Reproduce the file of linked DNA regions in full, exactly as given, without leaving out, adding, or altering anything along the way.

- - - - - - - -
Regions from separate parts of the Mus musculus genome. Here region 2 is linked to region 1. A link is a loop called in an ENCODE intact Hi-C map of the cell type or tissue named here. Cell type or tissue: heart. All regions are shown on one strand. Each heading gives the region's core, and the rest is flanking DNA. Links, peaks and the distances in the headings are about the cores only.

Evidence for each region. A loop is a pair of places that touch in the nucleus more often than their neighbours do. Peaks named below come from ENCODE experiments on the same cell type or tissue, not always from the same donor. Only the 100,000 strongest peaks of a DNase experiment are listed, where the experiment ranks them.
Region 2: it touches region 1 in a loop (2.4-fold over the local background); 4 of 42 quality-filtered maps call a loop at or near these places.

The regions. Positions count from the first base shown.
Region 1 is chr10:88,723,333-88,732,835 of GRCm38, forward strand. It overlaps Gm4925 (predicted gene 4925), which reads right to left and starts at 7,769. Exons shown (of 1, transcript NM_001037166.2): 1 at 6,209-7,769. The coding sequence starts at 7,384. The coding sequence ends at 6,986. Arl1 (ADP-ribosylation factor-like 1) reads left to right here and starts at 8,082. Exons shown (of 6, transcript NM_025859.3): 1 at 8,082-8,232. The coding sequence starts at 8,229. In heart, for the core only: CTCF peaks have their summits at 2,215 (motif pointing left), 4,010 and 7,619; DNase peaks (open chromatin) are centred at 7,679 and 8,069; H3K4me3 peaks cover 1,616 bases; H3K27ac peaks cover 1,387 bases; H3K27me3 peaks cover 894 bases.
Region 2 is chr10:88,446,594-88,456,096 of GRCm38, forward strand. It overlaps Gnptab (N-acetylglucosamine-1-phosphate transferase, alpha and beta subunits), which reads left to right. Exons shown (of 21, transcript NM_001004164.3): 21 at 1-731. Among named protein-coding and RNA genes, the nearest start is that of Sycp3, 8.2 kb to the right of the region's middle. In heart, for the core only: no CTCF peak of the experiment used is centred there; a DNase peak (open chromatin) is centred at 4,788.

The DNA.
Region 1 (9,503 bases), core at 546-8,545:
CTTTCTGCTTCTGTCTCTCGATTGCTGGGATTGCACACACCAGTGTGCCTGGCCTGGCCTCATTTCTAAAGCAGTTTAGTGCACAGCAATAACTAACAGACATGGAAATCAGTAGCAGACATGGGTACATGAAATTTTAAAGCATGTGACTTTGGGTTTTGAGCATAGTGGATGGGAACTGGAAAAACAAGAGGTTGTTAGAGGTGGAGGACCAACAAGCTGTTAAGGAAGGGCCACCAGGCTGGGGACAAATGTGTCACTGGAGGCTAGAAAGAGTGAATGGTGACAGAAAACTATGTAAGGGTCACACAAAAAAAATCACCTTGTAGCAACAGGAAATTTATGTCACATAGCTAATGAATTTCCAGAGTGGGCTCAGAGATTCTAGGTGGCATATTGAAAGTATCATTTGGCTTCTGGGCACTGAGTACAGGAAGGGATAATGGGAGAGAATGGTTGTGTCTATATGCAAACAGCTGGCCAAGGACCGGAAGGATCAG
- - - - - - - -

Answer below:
Regions from separate parts of the Mus musculus genome. Here region 2 is linked to region 1. A link is a loop called in an ENCODE intact Hi-C map of the cell type or tissue named here. Cell type or tissue: heart. All regions are shown on one strand. Each heading gives the region's core, and the rest is flanking DNA. Links, peaks and the distances in the headings are about the cores only.

Evidence for each region. A loop is a pair of places that touch in the nucleus more often than their neighbours do. Peaks named below come from ENCODE experiments on the same cell type or tissue, not always from the same donor. Only the 100,000 strongest peaks of a DNase experiment are listed, where the experiment ranks them.
Region 2: it touches region 1 in a loop (2.4-fold over the local background); 4 of 42 quality-filtered maps call a loop at or near these places.

The regions. Positions count from the first base shown.
Region 1 is chr10:88,723,333-88,732,835 of GRCm38, forward strand. It overlaps Gm4925 (predicted gene 4925), which reads right to left and starts at 7,769. Exons shown (of 1, transcript NM_001037166.2): 1 at 6,209-7,769. The coding sequence starts at 7,384. The coding sequence ends at 6,986. Arl1 (ADP-ribosylation factor-like 1) reads left to right here and starts at 8,082. Exons shown (of 6, transcript NM_025859.3): 1 at 8,082-8,232. The coding sequence starts at 8,229. In heart, for the core only: CTCF peaks have their summits at 2,215 (motif pointing left), 4,010 and 7,619; DNase peaks (open chromatin) are centred at 7,679 and 8,069; H3K4me3 peaks cover 1,616 bases; H3K27ac peaks cover 1,387 bases; H3K27me3 peaks cover 894 bases.
Region 2 is chr10:88,446,594-88,456,096 of GRCm38, forward strand. It overlaps Gnptab (N-acetylglucosamine-1-phosphate transferase, alpha and beta subunits), which reads left to right. Exons shown (of 21, transcript NM_001004164.3): 21 at 1-731. Among named protein-coding and RNA genes, the nearest start is that of Sycp3, 8.2 kb to the right of the region's middle. In heart, for the core only: no CTCF peak of the experiment used is centred there; a DNase peak (open chromatin) is centred at 4,788.

The DNA.
Region 1 (9,503 bases), core at 546-8,545:
CTTTCTGCTTCTGTCTCTCGATTGCTGGGATTGCACACACCAGTGTGCCTGGCCTGGCCTCATTTCTAAAGCAGTTTAGTGCACAGCAATAACTAACAGACATGGAAATCAGTAGCAGACATGGGTACATGAAATTTTAAAGCATGTGACTTTGGGTTTTGAGCATAGTGGATGGGAACTGGAAAAACAAGAGGTTGTTAGAGGTGGAGGACCAACAAGCTGTTAAGGAAGGGCCACCAGGCTGGGGACAAATGTGTCACTGGAGGCTAGAAAGAGTGAATGGTGACAGAAAACTATGTAAGGGTCACACAAAAAAAATCACCTTGTAGCAACAGGAAATTTATGTCACATAGCTAATGAATTTCCAGAGTGGGCTCAGAGATTCTAGGTGGCATATTGAAAGTATCATTTGGCTTCTGGGCACTGAGTACAGGAAGGGATAATGGGAGAGAATGGTTGTGTCTATATGCAAACAGCTGGCCAAGGACCGGAAGGATCAG